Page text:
Very few of Katharina’s own words and letters remain, but out of the copious amount of Martin Luther’s writings and those of his followers, Michelle weaves the strands of Katherina’s  life together to create a fascinating story. Michelle manages to capture the essence of  their marriage as seen through the eyes of observers in their home and through Luther’s private letters. It is thoroughly researched, thoroughly educational, and thoroughly entertaining.

Katharina lived in a time and place when women, however smart or strong-willed or educated, were treated as second class citizens. Marriage and motherhood were their highest (and some would argue, their only) calling. And yet, Katharina influenced her husband and their household in innumerable ways. She was a revolutionary ahead of her time who would not be silenced. When confronted with circumstances beyond her control, she looked for ways to circumvent them. When she encountered error or false speech, she spoke truth. Where she saw opportunity, she reached out and grabbed it.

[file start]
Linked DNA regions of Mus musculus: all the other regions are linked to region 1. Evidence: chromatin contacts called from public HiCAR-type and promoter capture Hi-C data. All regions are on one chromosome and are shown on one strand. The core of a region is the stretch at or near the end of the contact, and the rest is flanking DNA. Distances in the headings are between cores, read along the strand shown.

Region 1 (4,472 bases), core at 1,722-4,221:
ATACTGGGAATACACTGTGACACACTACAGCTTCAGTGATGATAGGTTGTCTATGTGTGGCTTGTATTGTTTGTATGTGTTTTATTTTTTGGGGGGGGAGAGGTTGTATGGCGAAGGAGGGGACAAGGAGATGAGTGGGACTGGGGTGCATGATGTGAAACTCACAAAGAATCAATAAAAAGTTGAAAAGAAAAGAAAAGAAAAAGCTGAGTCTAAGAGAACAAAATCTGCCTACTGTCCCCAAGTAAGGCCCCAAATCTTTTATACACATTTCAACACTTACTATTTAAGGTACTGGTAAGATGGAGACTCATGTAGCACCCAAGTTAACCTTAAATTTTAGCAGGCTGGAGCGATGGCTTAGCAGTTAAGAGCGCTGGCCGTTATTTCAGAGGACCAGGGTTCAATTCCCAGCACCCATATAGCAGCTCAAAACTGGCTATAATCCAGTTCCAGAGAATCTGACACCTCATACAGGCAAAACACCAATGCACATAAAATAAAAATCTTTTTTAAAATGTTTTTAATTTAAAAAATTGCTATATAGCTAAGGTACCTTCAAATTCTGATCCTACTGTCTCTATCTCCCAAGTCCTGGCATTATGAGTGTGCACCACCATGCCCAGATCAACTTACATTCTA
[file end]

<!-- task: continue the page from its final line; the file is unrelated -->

She is exactly the kind of woman I want my girls to become. Women of valor, of truth, of resistance. Women who work tirelessly, who rise early in prayer, who serve and love and speak light into dark places. Women who are not bound by the words with which men label them, but who rise above those words and recognize themselves as Beloved, Chosen, Accepted, Free.

We live in a time where the messages my girls receive about who they are and their value as women is conflicted and confusing. A time when misogynistic speech rings out from the highest offices, and boys in the classroom repeat what they hear our leaders say. They sit in the middle of a swirl of words spoken by men for men about the significance of men which informs their view of the world and their place in it. They need women like Katharina, who lived in far more challenging circumstances, to speak to them today.

I’m so grateful Michelle sat surrounded by stacks and sifted through the mountains of words. I’m encouraged by Katharina and Martin’s story, and I think you will be too. In honor of strong women everywhere doing hard things, I’d like to gift one reader with a copy of Katharina & Martin Luther: The Radical Marriage of a Runaway Nun and a Renegade Monk. It’s the story of two imperfect people resisting the establishment together for God’s glory. I can’t think of a better time to read it.

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I’m giving away one copy of Michelle’s book, and I would love for you to have it. To enter the drawing either leave a comment here on the blog, or on my Facebook page. In an entirely unscientific method, I will choose one name out of a hat and notify a winner by next Monday, Feb 6th. Happy commenting!